There aren't too many nationalities represented in Tom Jones: the big majority of characters are English. Mr. Fitzpatrick is an exception, being Irish. In a lot of ways, he comes across as an obnoxious English stereotype of an Irishman, with his quick, violent temper and his jealousy over his wife, Harriet Fitzpatrick.
But Mrs. Fitzpatrick does state, against Sophia's clear anti-Irish prejudice, that there are lots of good guys—and good husbands—in Ireland: "There are, among the Irish, men of as much worth and honour as any among the English" (11.7.27). Mrs. Fitzpatrick's main problem is that she married a fool, not that she married an Irishman. Still, in spite of Fielding's apparently open-minded statement about Irishness from the mouth of Mrs. Fitzpatrick, his overall portrayal of Mr. Fitzpatrick as a hotheaded idiot seems biased.
Like many of the other characters in this novel, including Mrs. Honour, Mr. Fitzpatrick sometimes appears less like a character and more like a plot device. So, for example, Mr. Fitzpatrick's jealousy leads him to run into Mrs. Waters's room at the inn at Upton by mistake, surprising Tom in bed with her. Without this accident, Susan the chambermaid might never have told Sophia that Tom and Mrs. Waters are sleeping together at that very inn.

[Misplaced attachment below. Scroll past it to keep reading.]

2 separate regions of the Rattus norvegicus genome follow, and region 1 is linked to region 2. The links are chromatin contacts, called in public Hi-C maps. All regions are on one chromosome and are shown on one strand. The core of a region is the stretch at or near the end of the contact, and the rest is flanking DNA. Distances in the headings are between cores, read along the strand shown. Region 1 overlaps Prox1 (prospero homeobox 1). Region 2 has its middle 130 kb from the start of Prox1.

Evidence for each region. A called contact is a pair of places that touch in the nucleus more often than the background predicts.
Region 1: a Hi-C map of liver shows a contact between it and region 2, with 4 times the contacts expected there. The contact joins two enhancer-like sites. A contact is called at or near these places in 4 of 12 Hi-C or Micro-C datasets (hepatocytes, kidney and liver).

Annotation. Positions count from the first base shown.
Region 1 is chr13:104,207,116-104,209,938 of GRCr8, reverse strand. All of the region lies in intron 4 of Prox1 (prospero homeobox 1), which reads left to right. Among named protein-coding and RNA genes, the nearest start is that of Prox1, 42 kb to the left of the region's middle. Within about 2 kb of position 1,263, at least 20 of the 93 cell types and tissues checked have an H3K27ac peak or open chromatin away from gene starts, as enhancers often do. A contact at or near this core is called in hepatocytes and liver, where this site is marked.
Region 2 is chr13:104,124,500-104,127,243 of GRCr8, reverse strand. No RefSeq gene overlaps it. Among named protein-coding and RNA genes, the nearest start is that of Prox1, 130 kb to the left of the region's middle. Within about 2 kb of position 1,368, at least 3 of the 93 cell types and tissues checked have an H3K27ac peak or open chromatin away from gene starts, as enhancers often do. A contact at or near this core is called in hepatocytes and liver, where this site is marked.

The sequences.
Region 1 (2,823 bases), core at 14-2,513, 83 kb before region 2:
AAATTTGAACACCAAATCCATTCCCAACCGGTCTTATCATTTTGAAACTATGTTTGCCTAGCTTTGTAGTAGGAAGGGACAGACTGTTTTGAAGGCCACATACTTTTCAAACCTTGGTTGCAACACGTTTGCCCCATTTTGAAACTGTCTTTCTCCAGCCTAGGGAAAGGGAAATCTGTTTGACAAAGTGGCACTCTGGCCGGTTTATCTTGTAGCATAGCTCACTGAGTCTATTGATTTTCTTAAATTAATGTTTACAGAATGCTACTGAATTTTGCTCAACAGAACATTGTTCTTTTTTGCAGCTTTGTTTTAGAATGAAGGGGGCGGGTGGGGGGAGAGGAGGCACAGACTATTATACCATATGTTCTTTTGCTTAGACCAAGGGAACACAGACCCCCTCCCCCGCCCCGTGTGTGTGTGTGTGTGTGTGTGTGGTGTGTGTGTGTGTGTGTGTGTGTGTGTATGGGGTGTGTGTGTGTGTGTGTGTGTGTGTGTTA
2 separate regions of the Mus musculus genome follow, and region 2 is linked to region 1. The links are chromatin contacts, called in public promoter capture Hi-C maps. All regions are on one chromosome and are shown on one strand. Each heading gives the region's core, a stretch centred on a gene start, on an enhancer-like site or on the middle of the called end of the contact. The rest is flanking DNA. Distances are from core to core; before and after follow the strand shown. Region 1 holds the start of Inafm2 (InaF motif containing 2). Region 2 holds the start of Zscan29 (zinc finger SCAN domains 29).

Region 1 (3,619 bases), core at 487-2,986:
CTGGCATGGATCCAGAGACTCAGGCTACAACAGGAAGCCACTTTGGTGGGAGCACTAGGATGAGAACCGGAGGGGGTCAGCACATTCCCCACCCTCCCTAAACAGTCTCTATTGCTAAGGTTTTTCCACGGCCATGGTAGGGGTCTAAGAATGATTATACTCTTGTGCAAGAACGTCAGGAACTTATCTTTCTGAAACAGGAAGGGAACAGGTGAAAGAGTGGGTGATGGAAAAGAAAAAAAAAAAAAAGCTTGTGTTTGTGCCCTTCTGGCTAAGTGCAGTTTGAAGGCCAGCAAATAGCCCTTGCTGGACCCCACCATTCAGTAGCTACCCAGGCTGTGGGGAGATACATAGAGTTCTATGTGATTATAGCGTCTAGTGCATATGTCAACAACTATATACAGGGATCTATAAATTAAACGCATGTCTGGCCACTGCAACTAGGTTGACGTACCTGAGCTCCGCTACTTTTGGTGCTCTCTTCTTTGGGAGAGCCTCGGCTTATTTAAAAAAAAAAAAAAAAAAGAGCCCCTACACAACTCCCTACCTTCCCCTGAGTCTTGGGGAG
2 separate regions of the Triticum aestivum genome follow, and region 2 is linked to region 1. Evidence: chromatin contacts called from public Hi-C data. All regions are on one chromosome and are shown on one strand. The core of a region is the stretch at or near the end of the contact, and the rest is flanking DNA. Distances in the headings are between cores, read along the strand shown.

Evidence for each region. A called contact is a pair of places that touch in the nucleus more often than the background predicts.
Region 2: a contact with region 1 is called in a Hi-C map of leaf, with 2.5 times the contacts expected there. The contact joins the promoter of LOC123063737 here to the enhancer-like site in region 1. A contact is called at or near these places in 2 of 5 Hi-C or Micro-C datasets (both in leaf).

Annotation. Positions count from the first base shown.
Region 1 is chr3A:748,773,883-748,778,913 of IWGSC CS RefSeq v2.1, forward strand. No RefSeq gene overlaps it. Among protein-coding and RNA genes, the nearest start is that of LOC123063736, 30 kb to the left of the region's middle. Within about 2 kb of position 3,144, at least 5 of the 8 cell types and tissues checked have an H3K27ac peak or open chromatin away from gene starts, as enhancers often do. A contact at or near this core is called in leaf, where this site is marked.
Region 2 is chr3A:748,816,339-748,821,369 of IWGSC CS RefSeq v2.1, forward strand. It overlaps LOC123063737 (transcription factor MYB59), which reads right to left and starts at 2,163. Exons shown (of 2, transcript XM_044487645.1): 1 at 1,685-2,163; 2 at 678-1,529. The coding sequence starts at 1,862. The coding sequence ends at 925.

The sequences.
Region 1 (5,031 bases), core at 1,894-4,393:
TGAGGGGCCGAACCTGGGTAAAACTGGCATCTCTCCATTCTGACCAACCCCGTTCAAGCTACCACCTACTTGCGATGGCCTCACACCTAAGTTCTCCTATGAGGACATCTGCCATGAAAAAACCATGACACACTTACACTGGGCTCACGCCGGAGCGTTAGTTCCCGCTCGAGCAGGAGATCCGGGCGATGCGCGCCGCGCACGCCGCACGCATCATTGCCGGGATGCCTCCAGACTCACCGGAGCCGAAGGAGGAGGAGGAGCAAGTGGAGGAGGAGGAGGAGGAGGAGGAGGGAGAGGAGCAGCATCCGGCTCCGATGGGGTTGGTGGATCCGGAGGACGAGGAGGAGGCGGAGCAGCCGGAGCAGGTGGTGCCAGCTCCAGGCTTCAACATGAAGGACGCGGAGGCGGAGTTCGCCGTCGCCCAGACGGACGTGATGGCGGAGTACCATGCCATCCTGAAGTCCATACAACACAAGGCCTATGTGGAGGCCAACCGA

Similarly, Mr. Fitzpatrick arrives in London just in time to find Tom leaving Mrs. Fitzpatrick's residence. Without the duel that follows, Tom would never have been thrown in prison to face his final crises of the novel.
Our sense that this sudden reappearance of Mr. Fitzpatrick's is a (kind of lame) plot device only seems more likely when we remember that Mr. Fitzpatrick disappears from the novel after this fight. Suddenly, following his sword injury from Tom, he's too happy with Mrs. Waters to care about his wife or the guy who injured him in a duel. That seems totally against the jealous, fight-happy character that the novel has given us up until Book 18.